Retail is in the doldrums, it is believed, though the same newspaper also made reference to year-end travel bookings increasing despite a seeming decrease in retail spending. There appears to be a dichotomy here that perhaps someone beyond a polytechnic lecturer should seriously research further. Some may argue that the data indeed shows a reduction in retail spending but just as every pollster who used data to forecast a Hillary Clinton win has proven themselves so dreadfully wrong, retailers must pound the pavement, feel the heartbeat of the retail landscape, talk to shoppers, and respond to what shoppers want, in order to overcome their lowered takings. And all shoppers want a bargain, it doesn’t matter when. If retailers stop worrying about how Black Friday is clashing with their Christmas promotions, therefore messing up their neat and tidy calendars, and start thinking by walking in the shoes of shoppers, see things from shoppers’ point of view, that will be a laudable first step to saving themselves from ultimate ruin. Stores who ignore the Association’s decision to proceed with Black Friday events deserve my salute for being visionary and innovative.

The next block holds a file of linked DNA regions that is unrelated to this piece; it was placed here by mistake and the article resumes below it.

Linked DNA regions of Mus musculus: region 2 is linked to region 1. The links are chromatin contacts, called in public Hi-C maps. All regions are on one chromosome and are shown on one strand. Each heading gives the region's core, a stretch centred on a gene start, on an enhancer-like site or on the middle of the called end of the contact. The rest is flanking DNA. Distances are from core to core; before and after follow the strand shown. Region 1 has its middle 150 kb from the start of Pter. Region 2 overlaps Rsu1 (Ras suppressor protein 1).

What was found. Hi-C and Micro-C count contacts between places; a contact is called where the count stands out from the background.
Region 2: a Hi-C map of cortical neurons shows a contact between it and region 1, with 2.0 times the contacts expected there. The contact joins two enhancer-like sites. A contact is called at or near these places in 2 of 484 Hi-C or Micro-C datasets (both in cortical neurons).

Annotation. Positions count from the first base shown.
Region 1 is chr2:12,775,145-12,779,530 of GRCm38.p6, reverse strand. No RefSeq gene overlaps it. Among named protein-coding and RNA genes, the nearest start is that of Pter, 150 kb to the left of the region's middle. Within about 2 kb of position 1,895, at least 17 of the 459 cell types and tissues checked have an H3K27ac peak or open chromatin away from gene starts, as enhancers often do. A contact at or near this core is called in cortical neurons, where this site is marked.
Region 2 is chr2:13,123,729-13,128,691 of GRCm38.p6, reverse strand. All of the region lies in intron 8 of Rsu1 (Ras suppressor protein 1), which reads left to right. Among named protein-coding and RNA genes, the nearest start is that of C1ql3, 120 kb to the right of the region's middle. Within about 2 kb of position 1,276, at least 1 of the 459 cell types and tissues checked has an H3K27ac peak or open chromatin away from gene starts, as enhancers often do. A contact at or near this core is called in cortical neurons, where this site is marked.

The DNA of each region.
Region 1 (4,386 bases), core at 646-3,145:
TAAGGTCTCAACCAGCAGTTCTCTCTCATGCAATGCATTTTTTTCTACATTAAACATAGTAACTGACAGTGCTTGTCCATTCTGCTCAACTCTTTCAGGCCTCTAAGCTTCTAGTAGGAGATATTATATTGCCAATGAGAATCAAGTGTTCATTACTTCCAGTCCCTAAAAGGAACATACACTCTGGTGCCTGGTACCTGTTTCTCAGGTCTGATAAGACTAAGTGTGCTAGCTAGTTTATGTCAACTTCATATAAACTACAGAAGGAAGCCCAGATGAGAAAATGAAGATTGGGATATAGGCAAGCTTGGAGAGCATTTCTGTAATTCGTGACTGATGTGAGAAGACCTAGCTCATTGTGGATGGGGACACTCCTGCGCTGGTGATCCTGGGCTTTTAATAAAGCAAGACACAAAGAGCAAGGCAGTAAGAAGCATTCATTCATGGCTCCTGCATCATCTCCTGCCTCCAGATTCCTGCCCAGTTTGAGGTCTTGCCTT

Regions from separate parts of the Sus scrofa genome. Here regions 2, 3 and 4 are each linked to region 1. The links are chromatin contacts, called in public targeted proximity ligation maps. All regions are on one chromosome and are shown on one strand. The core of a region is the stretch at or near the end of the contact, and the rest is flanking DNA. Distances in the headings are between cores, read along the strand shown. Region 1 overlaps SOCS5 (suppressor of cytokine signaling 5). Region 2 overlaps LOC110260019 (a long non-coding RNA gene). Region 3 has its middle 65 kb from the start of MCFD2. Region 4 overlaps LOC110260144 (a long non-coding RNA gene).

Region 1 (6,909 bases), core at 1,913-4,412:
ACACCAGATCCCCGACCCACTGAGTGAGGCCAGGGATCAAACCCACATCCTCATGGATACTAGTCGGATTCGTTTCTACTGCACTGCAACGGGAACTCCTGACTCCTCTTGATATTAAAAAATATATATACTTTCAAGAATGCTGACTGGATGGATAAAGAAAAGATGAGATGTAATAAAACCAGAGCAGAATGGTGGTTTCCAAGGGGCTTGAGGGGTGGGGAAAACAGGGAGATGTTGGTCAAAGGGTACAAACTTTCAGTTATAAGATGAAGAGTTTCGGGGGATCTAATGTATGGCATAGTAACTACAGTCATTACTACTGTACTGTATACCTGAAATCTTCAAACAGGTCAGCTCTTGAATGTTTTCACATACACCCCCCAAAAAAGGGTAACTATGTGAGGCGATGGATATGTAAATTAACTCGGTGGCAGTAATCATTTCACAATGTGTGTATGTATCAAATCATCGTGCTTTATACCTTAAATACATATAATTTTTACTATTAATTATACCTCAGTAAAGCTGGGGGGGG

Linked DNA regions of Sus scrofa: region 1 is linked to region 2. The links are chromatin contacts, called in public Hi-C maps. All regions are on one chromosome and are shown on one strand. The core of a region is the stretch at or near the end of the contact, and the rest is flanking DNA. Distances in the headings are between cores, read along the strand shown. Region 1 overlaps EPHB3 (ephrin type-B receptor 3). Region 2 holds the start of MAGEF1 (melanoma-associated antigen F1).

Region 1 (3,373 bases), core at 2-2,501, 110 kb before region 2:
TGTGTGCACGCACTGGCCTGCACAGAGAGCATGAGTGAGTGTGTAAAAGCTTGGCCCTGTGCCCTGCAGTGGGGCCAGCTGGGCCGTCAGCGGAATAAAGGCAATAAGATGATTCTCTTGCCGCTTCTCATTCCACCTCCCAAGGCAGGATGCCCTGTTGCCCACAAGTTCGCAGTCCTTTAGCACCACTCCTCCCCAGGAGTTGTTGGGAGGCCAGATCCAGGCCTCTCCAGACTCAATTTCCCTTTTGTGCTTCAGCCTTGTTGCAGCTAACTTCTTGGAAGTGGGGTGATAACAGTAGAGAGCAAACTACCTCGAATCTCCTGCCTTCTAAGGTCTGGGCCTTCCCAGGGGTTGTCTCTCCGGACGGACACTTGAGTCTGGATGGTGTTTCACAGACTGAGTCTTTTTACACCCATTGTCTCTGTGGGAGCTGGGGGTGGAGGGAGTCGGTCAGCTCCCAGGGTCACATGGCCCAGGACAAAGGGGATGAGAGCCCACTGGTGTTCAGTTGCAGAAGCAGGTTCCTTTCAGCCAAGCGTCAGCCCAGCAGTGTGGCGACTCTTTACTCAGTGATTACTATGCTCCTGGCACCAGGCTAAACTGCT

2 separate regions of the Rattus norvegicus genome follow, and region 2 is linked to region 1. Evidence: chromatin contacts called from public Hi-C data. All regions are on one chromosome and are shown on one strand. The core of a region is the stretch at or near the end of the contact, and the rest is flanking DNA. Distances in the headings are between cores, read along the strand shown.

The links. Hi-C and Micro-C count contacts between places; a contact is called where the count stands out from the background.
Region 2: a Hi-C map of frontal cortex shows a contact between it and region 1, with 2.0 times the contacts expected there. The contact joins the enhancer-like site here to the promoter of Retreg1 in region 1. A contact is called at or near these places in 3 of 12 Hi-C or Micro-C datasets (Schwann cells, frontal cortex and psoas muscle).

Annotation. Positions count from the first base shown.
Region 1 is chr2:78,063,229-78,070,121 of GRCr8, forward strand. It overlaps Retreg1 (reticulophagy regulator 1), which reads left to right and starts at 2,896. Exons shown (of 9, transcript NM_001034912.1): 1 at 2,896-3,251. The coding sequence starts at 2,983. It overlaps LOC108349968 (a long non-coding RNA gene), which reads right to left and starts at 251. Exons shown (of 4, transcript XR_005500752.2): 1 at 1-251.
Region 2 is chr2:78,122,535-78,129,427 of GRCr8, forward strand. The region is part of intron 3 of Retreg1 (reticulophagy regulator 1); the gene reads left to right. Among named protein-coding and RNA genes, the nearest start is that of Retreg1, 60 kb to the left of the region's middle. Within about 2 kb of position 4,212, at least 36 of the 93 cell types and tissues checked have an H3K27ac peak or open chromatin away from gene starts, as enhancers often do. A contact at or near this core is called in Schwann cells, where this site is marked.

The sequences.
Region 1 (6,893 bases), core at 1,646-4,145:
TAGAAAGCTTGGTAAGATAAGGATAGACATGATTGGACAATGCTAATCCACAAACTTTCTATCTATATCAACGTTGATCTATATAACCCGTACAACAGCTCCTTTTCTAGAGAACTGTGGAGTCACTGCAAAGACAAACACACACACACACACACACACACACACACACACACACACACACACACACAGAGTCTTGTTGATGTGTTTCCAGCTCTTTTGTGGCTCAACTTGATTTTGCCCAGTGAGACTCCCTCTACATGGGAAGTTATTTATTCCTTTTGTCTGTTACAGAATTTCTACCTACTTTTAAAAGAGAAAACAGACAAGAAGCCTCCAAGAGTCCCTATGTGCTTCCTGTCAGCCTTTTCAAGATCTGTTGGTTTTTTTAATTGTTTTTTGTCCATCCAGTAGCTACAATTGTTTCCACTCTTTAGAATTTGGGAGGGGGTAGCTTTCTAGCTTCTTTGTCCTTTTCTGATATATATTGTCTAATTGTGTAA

Intrinsic Change

Singaporeans have the habit of “reserving” tables at foodcourts before going to buy their food. Items used to do this range from packs of tissues to newspapers to small foldable umbrellas.

Recently, however, I was flabbergasted to see several security tags belonging to employees of a major American technology company being placed on a table at the foodcourt of a local mall.